My riding buddy, Chuck just bought a new Salsa fatty a couple of weeks ago. It’s a full carbon race rig with many of the bells and whistles… and tires fat enough they sound like a mudbogging truck going down the road. He just got the tubeless setup sorted out at the shop and he wanted to ride it Thursday night. We’ve got some unbearably cold weather coming up so he was itching to get it outside before we were relegated to the trainers for the next week or more.
I, on the other hand, wasn’t as enthusiastic.
Even though everything in my melon screamed trainer, I prepped my mountain bike for duty when I got home. Oh, how I wanted to skip that ride, but I knew Chuck’s usual test ride average worked out to about 9-mph so I figured it would be a nice, easy jaunt around our normal paved road loop. Even the sketchy couple of miles didn’t seem like they would be a big deal with my 2″ mtb tires.
And so, begrudgingly, I met Chuck at the end of my driveway and we rolled out into the wind, what little breeze there was. Please keep in mind here, I was planning on an easy ride, maybe 10 to 12-mph because Chuck’s on a fat bike for God’s sake. His tires are something like three inches wider than mine… I expected to be able to hammer him into the ground.
Well, to keep it simple, what I expected and what I got were two very different things. Chuck had maxed out the tire pressure and was riding like somebody (other than me) was chasing him. Within the first three miles we were knocking on a 15-mph average and we were still there after the first mile of sketchy subdivision. After the sub we headed north, into the wind again for a half-mile before turning west, Chuck was absolutely hammering it into the wind and just before we were about to turn I ran out of want to and said, “Alright, that’s about enough of that”. I had to check to make sure we didn’t have a herd of buffalo trying to run us down or something. One mile West and a quick northerly section and we were cruising into the second section of sketchy road – that my mountain bike tires handled excellently – not even a sway in the slush.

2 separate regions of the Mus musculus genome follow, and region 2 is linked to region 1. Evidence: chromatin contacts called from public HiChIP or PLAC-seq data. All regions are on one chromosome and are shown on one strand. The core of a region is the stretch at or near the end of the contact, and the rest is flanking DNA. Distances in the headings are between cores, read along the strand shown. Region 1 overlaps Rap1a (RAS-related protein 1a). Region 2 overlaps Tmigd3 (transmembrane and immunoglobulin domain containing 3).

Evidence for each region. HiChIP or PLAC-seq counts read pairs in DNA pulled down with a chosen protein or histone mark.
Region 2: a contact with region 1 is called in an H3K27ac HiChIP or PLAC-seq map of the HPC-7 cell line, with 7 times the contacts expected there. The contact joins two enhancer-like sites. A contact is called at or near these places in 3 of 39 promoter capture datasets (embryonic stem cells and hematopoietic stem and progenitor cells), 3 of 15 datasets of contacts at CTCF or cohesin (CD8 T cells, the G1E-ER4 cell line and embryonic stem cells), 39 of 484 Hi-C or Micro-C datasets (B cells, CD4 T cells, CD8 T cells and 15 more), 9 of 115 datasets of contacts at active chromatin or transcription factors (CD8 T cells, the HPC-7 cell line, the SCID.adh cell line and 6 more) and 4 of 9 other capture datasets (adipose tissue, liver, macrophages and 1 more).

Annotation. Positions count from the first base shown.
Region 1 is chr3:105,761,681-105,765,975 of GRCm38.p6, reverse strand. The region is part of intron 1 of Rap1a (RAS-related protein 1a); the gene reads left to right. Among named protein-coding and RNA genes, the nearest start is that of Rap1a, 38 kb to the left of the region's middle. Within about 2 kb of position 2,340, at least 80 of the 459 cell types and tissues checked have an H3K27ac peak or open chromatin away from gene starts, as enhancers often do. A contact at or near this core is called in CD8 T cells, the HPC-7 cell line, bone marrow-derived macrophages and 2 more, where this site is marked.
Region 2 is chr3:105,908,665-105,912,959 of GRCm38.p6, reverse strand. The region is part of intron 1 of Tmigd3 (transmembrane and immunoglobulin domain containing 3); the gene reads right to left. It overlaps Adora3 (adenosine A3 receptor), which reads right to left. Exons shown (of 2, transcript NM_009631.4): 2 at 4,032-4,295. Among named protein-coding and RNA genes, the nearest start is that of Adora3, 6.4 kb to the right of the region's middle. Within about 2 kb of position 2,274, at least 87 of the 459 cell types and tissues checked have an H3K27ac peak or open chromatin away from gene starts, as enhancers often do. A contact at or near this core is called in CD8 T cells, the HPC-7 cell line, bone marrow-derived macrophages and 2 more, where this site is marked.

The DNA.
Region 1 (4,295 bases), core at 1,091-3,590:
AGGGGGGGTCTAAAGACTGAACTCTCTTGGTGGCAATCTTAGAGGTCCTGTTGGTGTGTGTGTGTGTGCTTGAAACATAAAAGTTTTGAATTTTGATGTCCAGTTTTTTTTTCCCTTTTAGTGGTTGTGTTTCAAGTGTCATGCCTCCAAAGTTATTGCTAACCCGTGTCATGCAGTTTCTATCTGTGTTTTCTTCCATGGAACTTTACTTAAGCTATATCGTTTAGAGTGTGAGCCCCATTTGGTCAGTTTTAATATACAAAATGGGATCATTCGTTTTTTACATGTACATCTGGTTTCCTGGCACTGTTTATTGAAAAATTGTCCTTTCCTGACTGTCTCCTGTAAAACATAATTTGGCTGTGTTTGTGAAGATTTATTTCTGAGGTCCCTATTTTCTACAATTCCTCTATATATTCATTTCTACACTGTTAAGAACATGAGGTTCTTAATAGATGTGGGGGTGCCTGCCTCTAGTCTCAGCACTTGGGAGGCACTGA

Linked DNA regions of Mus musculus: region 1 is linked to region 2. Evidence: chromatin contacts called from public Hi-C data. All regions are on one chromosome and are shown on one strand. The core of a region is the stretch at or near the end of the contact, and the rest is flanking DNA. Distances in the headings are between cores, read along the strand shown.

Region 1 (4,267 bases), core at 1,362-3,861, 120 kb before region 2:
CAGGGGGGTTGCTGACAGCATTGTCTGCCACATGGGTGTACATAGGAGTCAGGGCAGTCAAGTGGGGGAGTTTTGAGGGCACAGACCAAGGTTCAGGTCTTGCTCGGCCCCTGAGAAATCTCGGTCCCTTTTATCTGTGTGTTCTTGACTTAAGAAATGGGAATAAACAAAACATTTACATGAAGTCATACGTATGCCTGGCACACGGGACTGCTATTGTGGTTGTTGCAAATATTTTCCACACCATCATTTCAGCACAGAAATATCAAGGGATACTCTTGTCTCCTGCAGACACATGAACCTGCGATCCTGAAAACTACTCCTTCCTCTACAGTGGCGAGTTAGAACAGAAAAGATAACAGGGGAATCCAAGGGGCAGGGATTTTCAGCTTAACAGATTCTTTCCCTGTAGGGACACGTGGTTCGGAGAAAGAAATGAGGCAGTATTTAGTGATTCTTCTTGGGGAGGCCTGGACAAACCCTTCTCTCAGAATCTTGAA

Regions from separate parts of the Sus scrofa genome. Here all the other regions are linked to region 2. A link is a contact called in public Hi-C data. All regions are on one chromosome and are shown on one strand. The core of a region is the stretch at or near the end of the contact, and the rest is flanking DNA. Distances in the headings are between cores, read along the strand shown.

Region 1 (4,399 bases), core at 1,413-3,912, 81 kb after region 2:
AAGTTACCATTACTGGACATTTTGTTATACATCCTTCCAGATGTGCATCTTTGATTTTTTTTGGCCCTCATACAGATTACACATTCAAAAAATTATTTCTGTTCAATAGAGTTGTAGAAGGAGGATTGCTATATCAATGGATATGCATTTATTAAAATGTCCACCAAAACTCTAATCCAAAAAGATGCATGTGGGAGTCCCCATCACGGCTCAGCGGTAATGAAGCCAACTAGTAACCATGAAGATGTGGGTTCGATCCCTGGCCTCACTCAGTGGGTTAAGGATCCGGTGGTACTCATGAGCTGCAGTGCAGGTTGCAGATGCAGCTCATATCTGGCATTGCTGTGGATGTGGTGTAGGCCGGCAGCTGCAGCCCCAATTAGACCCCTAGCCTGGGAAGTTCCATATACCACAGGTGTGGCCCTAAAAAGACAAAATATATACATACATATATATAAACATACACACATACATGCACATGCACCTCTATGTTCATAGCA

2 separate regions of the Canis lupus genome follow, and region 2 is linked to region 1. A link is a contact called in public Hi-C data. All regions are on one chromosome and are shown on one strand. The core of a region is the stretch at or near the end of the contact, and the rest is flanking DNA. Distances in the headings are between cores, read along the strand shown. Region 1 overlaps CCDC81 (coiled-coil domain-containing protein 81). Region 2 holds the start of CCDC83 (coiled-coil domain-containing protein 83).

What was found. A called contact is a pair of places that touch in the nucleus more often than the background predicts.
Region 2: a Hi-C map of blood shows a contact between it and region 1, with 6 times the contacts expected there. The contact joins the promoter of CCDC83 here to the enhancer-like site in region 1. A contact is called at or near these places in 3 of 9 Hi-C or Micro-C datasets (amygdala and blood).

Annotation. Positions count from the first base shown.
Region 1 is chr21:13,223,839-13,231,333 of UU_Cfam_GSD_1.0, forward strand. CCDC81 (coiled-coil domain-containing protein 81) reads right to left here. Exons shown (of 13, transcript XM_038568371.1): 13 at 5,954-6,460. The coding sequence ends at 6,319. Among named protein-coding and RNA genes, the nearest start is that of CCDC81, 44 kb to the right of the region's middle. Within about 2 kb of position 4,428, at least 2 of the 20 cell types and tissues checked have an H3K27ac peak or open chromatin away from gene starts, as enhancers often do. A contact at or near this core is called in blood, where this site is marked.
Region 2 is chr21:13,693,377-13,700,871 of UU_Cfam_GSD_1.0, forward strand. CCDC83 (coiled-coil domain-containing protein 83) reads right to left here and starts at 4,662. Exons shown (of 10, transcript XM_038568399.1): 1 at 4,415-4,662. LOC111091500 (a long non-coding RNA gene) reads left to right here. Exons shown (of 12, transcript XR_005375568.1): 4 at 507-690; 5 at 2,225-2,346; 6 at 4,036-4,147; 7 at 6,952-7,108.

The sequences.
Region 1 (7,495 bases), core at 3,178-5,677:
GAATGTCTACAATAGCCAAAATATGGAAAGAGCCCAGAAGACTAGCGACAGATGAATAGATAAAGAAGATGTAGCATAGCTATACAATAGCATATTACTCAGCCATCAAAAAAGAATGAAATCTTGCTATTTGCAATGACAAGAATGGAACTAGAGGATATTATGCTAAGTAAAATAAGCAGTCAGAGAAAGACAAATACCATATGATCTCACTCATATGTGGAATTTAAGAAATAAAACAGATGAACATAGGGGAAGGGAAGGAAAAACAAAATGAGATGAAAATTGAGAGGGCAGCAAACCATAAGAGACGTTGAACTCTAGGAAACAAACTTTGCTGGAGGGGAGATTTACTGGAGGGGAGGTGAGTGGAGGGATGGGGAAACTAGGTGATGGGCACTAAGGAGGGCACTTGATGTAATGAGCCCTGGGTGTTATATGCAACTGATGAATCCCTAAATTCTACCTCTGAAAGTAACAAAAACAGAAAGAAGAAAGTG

Chuck asked if I wanted to do a second lap of the subdivision, adding another 2 miles or so. I flipped him the bird. But laughed and agreed to the extra miles. We took it fairly easy through the subdivision, but once out on a surface road, the pace heated up again. Anything south was fast. And we kept the gas on all the way home.
After I cleaned up, I checked out the stats for the ride and saw my estimated average power… an unbelievable 181 watts for more than an hour-twenty and just shy of 20 miles.
I wore a smile the rest of the evening, and it was good.
No such luck this weekend. We’re currently sitting about ten degrees below my cutoff of 20 F (or -HOLYSHIT in Celsius) for a temperature. I’ll be, unquestionably, on the trainer… well, there’s a chance for a ride tomorrow afternoon but I’m going to need a big change in “want to” to get out there.
So, I’m going to run a new Friday series for a few weeks that’s going to center on bowling, mainly because I’ve been stepping up my game a little bit and I’m having a lot of fun with it.
So, we’re going to start easy and work our way up. This is all going to be fairly simple, an easy progression to get from below average to above average as quickly and painlessly as possible. The operative two words in that last sentence are “as possible”.
The first thing we have to look at in terms of improving is giving up the straight ball. Many sub-par bowlers are stuck on the straight ball because it’s easy, but I can show you very simply why a hook is so important to improvement. You can get good with a straight ball, but it’s hard. Let’s look at a typical layout of pins that you’ll see looking down the lane:
Now, we all know if you want to score a strike with regularity, you’ve got to hit between the 1 & 3 or the 1 & 2, right? Well, let’s look at the same layout from above and you’ll see why the hook is so important:
It’s very simple to see how, with a hook as shown on the left, your margin for error increases by about three times. This is why we throw a hook, it increases the margin for error in a bowling shot.